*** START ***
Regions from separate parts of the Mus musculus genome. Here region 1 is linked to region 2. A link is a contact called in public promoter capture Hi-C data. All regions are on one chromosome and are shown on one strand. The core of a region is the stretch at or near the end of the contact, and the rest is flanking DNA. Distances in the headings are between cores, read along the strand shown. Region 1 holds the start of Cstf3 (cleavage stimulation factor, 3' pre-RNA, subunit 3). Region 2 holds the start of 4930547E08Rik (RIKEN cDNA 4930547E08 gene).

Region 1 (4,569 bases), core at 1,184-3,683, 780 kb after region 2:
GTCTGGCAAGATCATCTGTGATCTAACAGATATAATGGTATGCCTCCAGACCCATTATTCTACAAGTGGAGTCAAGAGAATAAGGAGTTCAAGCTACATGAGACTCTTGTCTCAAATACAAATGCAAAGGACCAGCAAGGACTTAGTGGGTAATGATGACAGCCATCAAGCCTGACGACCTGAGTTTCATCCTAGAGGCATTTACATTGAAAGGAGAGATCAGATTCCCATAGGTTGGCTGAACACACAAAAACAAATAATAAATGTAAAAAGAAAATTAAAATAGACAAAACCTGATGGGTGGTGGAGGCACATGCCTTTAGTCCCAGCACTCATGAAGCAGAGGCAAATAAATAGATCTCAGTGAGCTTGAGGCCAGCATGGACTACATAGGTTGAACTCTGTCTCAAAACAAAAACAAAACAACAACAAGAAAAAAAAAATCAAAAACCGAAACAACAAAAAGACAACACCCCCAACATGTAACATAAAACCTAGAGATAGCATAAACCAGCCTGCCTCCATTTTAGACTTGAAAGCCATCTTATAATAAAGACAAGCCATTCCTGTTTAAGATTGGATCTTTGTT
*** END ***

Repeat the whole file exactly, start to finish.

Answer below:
Regions from separate parts of the Mus musculus genome. Here region 1 is linked to region 2. A link is a contact called in public promoter capture Hi-C data. All regions are on one chromosome and are shown on one strand. The core of a region is the stretch at or near the end of the contact, and the rest is flanking DNA. Distances in the headings are between cores, read along the strand shown. Region 1 holds the start of Cstf3 (cleavage stimulation factor, 3' pre-RNA, subunit 3). Region 2 holds the start of 4930547E08Rik (RIKEN cDNA 4930547E08 gene).

Region 1 (4,569 bases), core at 1,184-3,683, 780 kb after region 2:
GTCTGGCAAGATCATCTGTGATCTAACAGATATAATGGTATGCCTCCAGACCCATTATTCTACAAGTGGAGTCAAGAGAATAAGGAGTTCAAGCTACATGAGACTCTTGTCTCAAATACAAATGCAAAGGACCAGCAAGGACTTAGTGGGTAATGATGACAGCCATCAAGCCTGACGACCTGAGTTTCATCCTAGAGGCATTTACATTGAAAGGAGAGATCAGATTCCCATAGGTTGGCTGAACACACAAAAACAAATAATAAATGTAAAAAGAAAATTAAAATAGACAAAACCTGATGGGTGGTGGAGGCACATGCCTTTAGTCCCAGCACTCATGAAGCAGAGGCAAATAAATAGATCTCAGTGAGCTTGAGGCCAGCATGGACTACATAGGTTGAACTCTGTCTCAAAACAAAAACAAAACAACAACAAGAAAAAAAAAATCAAAAACCGAAACAACAAAAAGACAACACCCCCAACATGTAACATAAAACCTAGAGATAGCATAAACCAGCCTGCCTCCATTTTAGACTTGAAAGCCATCTTATAATAAAGACAAGCCATTCCTGTTTAAGATTGGATCTTTGTT